"My dear fellow, life is infintely stranger than anything which the mind of man could invent."Ain't it the truth?
-- Sherlock Holmes, "A Case of Identity"
As a fiction writer, I often struggle with the advice that "the truth is no excuse." In other words, just because something happened in real life, that doesn't mean you can use it in fiction. It could be real, but still implausible and therefore not believable.
Here's an example of a somewhat implausible day in my own life: My wife and I, residents of Cincinnati, Ohio, in the American Midwest, were visiting the Uffizi Gallery in Florence, Italy, four years ago. I thought I saw a familiar head from the back, so I followed the fellow into a gift shop. Sure enough, it was a priest we knew from home.
Later that day, on the street, we ran into another couple that we know from Cincinnati and spent most of the next day with them. They knew the priest as well.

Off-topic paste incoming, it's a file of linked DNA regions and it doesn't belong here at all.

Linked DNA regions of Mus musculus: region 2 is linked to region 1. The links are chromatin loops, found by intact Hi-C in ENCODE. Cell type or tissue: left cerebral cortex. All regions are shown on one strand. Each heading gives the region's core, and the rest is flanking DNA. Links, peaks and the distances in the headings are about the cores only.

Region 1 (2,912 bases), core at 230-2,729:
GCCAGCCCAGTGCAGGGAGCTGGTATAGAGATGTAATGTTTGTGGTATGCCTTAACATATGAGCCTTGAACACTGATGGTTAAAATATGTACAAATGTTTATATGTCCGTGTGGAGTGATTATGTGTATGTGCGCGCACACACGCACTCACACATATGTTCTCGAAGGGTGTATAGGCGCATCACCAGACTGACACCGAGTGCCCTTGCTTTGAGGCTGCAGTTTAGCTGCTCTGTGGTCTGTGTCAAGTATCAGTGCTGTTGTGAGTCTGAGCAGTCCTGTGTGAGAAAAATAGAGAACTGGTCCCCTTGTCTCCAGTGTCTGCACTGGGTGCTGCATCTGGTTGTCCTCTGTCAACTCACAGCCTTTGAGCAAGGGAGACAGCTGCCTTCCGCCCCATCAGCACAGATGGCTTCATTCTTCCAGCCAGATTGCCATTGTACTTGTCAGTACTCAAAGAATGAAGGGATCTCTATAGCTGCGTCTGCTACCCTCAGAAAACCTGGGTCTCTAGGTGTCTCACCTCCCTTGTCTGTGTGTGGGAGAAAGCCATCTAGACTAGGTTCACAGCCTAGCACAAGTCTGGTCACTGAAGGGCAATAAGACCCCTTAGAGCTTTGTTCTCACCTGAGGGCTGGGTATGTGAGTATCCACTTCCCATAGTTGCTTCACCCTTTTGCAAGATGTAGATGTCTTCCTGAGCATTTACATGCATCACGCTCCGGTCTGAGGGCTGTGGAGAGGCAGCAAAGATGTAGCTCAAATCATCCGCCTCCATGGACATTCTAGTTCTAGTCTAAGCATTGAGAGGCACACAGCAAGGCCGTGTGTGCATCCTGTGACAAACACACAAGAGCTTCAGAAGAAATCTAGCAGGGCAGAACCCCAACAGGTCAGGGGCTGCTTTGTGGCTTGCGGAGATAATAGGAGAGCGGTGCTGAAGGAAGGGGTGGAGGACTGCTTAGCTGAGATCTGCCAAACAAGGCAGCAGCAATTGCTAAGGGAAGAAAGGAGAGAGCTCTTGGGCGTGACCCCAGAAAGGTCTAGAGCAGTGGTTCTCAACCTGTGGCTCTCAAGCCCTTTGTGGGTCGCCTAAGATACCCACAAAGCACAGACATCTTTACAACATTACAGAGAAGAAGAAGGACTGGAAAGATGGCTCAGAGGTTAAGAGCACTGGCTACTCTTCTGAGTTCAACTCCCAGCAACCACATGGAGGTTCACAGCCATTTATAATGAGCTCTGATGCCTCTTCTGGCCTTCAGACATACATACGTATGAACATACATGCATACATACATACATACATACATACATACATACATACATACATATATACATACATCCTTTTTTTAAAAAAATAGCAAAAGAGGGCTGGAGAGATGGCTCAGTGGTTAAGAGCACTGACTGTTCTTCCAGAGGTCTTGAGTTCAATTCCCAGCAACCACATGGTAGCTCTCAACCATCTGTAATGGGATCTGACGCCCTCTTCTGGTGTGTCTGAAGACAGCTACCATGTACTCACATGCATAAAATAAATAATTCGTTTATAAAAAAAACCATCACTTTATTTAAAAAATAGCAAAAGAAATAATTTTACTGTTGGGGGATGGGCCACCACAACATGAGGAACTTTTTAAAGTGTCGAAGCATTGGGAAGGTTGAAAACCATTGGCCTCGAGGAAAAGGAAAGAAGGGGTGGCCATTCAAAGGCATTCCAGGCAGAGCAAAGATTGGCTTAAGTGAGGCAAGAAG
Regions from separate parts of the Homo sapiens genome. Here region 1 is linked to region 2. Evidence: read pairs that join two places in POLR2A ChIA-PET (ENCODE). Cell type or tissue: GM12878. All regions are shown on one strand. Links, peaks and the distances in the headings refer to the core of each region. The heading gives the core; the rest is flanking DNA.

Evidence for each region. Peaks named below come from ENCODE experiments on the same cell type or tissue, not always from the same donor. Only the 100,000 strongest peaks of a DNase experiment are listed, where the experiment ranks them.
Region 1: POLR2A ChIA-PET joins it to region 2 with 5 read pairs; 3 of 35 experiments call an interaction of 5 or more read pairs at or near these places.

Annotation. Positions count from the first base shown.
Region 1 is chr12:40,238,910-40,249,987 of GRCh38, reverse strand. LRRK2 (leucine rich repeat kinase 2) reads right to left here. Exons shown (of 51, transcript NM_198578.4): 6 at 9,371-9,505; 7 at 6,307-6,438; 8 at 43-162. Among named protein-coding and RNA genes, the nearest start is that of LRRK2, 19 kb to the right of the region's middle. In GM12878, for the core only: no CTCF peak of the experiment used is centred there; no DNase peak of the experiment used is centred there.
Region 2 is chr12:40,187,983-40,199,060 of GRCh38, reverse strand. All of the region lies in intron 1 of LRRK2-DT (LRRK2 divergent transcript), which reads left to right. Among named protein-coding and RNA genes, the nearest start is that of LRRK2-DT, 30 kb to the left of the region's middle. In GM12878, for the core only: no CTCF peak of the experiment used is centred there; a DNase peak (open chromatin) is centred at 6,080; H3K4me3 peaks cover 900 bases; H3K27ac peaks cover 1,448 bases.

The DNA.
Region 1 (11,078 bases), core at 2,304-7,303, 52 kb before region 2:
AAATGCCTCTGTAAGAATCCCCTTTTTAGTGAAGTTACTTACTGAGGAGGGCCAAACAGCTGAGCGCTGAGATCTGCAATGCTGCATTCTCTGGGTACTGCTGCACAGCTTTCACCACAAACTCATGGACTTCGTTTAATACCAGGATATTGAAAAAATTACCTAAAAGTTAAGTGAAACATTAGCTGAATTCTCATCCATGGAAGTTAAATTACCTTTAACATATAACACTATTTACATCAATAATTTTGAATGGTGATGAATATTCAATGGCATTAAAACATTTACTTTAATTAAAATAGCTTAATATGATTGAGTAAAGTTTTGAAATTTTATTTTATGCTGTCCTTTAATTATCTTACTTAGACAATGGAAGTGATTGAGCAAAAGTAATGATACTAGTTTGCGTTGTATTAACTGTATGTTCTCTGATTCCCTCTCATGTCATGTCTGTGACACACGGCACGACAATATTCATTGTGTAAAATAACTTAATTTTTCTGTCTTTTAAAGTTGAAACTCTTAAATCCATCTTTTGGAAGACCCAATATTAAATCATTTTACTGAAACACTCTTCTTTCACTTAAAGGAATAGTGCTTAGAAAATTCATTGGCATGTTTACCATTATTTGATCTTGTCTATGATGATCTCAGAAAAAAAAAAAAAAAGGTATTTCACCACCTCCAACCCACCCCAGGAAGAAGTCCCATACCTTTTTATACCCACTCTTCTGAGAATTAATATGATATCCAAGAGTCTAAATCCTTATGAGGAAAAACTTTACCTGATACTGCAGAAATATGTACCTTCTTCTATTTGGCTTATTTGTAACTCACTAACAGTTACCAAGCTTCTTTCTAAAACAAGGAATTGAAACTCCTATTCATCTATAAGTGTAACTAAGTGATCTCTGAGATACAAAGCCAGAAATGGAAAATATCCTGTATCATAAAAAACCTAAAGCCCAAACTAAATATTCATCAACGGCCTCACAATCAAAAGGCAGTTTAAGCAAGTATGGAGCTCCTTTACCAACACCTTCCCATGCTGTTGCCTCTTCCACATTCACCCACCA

Coincidences like this happen all the time in real life, but fiction writers shy away from them because of the implausibility factor. Which brings me back (finally) to Sherlock Holmes. It seems to be that some of the canonical Holmes stories are vitually impossible -- but none are implausible.
How did that snake survive inside a locked safe in "The Adventure of the Speckled Bank"? What happened to all the dirt from tunneling into the bank in "The Red-Headed League"? It doesn't matter.
Somehow we believe these stories anyway because, as Vincent Starrett incomparably put it, "Only those things which the heart believes are true."